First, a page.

Don Blankenship, a retired coal tycoon and former CEO of the Massey Energy Company, may well have unleashed the largest defamation lawsuit in history against dozens of mainstream media companies and personalities. The groundbreaking suit, filed on March 14th, targets dozens of news outlets and media personalities that allegedly referred to Blankenship as a “felon,” during his 2018 bid for U.S. Senate in West Virginia, after they previously reported he was found innocent on all felony charges.
Blankenship’s lawsuit accuses the outlets of launching a coordinated assault that robbed his chances of winning the West Virginia Republican Primary election. Blankenship was known for running a trailblazing campaign that sought to “drain the swamp” in Washington D.C., promising to fight hard against the establishment status quo.
The media companies targeted in the suit derived Blankenship’s “felon” epithet from his association with “The Upper Big Branch Mine disaster” which claimed the lives of 29 miners at the site. The explosion was later determined to have resulted from improper airflow, which was changed eight hours earlier by government mandate.
Blankenship was convicted of one misdemeanor charge in December 2015, for “conspiring to intentionally violate mine safety and health standards,” a charge which was unrelated to the explosion. He served one year in federal prison and was fined $250,000, and has claimed to have been the only prisoner who had only been convicted of a misdemeanor in his jail.
Feuding with Democrat Senator Joe Manchin and the Mine Safety and Health Administration (MSHA), Blankenship’s attorneys would appeal his case all the way to the U.S Supreme Court, arguing that the U.S District Court in Charleston and the 4thCircuit Court of Appeals in Richmond Virginia made errors in their rulings against him.
Blankenship would only serve one year in prison for his misdemeanor “mine safety” charge, which is an obscure regulation that had never been levied against a defendant before. The jury found Blankenship innocent of all felony charges surrounding the case.
Despite this well-known fact that his innocence on the felony charges had previously reported by the very same news outlets, the outlets and individual media personalities consistently referred to Blankenship as a “convicted felon” in the days leading up to the May 8, 2018 Primary election, with Fox News Judge Napaolitano going to far as to claim Blankenship had been convicted of manslaughter, even though that was never even a charge.
Seeking to oust incumbent Senator Joe Manchin, Blankenship ran a bold campaign against many competitive Republican contenders, including former U.S Representative Evan Jenkins and Attorney General of West Virginia Patrick Morrisey, who would go on to win the Republican nomination after McConnell’s coordinated media slander against Blankenship.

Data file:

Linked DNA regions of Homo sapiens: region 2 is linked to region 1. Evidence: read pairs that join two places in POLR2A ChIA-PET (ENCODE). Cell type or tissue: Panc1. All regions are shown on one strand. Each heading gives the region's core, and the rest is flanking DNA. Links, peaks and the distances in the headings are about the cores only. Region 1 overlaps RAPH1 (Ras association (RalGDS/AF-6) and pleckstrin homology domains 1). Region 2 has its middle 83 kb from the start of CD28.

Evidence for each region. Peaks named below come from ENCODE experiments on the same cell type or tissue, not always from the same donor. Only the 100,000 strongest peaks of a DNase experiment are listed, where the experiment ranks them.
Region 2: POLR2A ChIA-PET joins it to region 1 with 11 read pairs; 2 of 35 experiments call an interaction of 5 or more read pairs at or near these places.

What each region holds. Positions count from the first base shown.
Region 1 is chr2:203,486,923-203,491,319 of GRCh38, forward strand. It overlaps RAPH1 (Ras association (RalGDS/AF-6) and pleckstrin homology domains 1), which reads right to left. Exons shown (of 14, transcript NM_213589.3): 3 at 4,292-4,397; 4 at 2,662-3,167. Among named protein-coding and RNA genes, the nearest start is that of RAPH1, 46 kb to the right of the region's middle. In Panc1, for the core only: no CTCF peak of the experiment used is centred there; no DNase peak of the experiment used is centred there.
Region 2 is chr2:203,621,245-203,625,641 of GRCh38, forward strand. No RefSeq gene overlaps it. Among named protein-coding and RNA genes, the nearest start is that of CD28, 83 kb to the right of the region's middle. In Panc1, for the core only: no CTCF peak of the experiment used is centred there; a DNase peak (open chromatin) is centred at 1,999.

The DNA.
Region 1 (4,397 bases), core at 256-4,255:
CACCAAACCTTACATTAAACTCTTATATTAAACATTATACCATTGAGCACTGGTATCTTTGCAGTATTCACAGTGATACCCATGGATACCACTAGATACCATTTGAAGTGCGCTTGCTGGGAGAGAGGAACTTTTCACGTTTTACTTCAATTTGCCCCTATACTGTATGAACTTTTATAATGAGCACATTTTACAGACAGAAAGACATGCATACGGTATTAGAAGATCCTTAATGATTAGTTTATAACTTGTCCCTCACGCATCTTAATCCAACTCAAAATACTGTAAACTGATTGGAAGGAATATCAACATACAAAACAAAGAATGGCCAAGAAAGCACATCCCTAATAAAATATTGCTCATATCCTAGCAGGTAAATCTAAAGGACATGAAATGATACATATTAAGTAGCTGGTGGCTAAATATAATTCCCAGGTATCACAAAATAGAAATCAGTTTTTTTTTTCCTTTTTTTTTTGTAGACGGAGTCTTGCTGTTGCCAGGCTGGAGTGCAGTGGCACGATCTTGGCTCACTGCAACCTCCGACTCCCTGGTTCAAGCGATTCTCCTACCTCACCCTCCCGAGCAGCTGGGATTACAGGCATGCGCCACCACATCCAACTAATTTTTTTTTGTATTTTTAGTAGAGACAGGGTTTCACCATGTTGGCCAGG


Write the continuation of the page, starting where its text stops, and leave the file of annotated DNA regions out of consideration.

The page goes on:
Blankenship ran on a platform that was directly opposed to establishment Republicans in the Senate and was unafraid to call out the corruption of specific Senators by name, most notably Senate Majority Leader Mitch McConnell. Blankenship’s campaign truly attracted the media’s eye when the candidate launched a vigorous “ditch cocaine Mitch” initiative to brand McConnell as an establishment sellout while accusing him of illegally profiting from cocaine smuggling from China into the United States through his father-in-law’s shipping company, the Ping May.
“He went to D.C. and 35 years ago the national debt was 2 trillion dollars, and now the national debt is 22 trillion dollars. 20 trillion dollars while Mitch McConnell’s been there”, states Blankenship in a campaign ad, “He has conflicts of interest with China. His family is very powerful in China and in the United States,”
These accusations against McConnell sparked the wave of harsh media reports that falsely named Blankenship as a convicted felon, after McConnell spent millions of Senate Leadership Fund money on negative campaign ads painting Blankenship as a criminally corrupt coal baron responsible for the death of his employees.
Blankenship’s attorney, Eric Early, claims that these false reports were not factually mistaken, but instead represented a coordinated effort by the GOP establishment with mainstream media outlets to smear and ruin Blankenship’s campaign efforts. The complaint was filed in Mingo County West Virginia Circuit Court and accuses multiple outlets like Fox News, CNN and MSNBC of “weaponized defamation,” along with naming specific media personalities like Andrew Napolitano and Neil Cavuto.
In a live Fox News broadcast, Napolitano claimed that Blankenship “went to jail for manslaughter,” and despite promising to apologize on-air in an email, failed to ever do so.
On his Facebook page, Blankenship accused the Republican Party of colluding with various media entities amid his surge in the polls during the primary election. “The Republican Party panicked and asked the media for help. First up to help the Republican Party Leaders defeat me was Judge Napolitano, a New Jersey Judge, who was well acquainted with Patrick Morrisey,” Blankenship states, “the ability of government officials to control America’s national media was evident.”
If proven successful in court, Blankenship’s colossal 12-billion-dollar lawsuit would shatter records as the largest victory over mass media defamation in history. This case is historic, especially after the family of Nick Sandmann launched a major defamation suitagainst CNN and The Washington Post for $275 million in damages in the viral Covington high school controversy. With the facts aligning in his favor, Blankenship could establish a major precedent in challenging corporate media giants to better research the facts of a story before reporting and subsequently profiting from false narratives.